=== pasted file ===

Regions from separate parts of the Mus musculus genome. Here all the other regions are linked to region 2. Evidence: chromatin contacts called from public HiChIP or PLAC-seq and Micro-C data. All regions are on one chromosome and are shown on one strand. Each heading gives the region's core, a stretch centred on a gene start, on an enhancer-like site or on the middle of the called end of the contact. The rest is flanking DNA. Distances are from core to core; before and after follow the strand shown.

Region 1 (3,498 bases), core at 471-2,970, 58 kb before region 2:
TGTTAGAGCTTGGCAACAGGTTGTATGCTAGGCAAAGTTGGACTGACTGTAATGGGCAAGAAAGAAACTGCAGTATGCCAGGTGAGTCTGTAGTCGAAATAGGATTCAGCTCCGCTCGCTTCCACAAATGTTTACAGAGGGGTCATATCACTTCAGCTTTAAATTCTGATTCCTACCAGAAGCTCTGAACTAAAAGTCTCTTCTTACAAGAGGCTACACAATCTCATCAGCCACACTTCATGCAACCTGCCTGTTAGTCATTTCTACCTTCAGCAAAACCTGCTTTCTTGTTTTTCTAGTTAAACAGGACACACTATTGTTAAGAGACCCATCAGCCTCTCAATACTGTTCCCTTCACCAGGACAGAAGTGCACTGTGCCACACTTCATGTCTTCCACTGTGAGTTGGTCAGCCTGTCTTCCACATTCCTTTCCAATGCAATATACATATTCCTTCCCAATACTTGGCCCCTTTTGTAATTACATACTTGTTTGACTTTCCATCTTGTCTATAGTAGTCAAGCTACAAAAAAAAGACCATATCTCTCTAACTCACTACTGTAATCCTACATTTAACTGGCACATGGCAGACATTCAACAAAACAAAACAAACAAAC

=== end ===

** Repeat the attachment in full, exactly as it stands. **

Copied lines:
Regions from separate parts of the Mus musculus genome. Here all the other regions are linked to region 2. Evidence: chromatin contacts called from public HiChIP or PLAC-seq and Micro-C data. All regions are on one chromosome and are shown on one strand. Each heading gives the region's core, a stretch centred on a gene start, on an enhancer-like site or on the middle of the called end of the contact. The rest is flanking DNA. Distances are from core to core; before and after follow the strand shown.

Region 1 (3,498 bases), core at 471-2,970, 58 kb before region 2:
TGTTAGAGCTTGGCAACAGGTTGTATGCTAGGCAAAGTTGGACTGACTGTAATGGGCAAGAAAGAAACTGCAGTATGCCAGGTGAGTCTGTAGTCGAAATAGGATTCAGCTCCGCTCGCTTCCACAAATGTTTACAGAGGGGTCATATCACTTCAGCTTTAAATTCTGATTCCTACCAGAAGCTCTGAACTAAAAGTCTCTTCTTACAAGAGGCTACACAATCTCATCAGCCACACTTCATGCAACCTGCCTGTTAGTCATTTCTACCTTCAGCAAAACCTGCTTTCTTGTTTTTCTAGTTAAACAGGACACACTATTGTTAAGAGACCCATCAGCCTCTCAATACTGTTCCCTTCACCAGGACAGAAGTGCACTGTGCCACACTTCATGTCTTCCACTGTGAGTTGGTCAGCCTGTCTTCCACATTCCTTTCCAATGCAATATACATATTCCTTCCCAATACTTGGCCCCTTTTGTAATTACATACTTGTTTGACTTTCCATCTTGTCTATAGTAGTCAAGCTACAAAAAAAAGACCATATCTCTCTAACTCACTACTGTAATCCTACATTTAACTGGCACATGGCAGACATTCAACAAAACAAAACAAACAAAC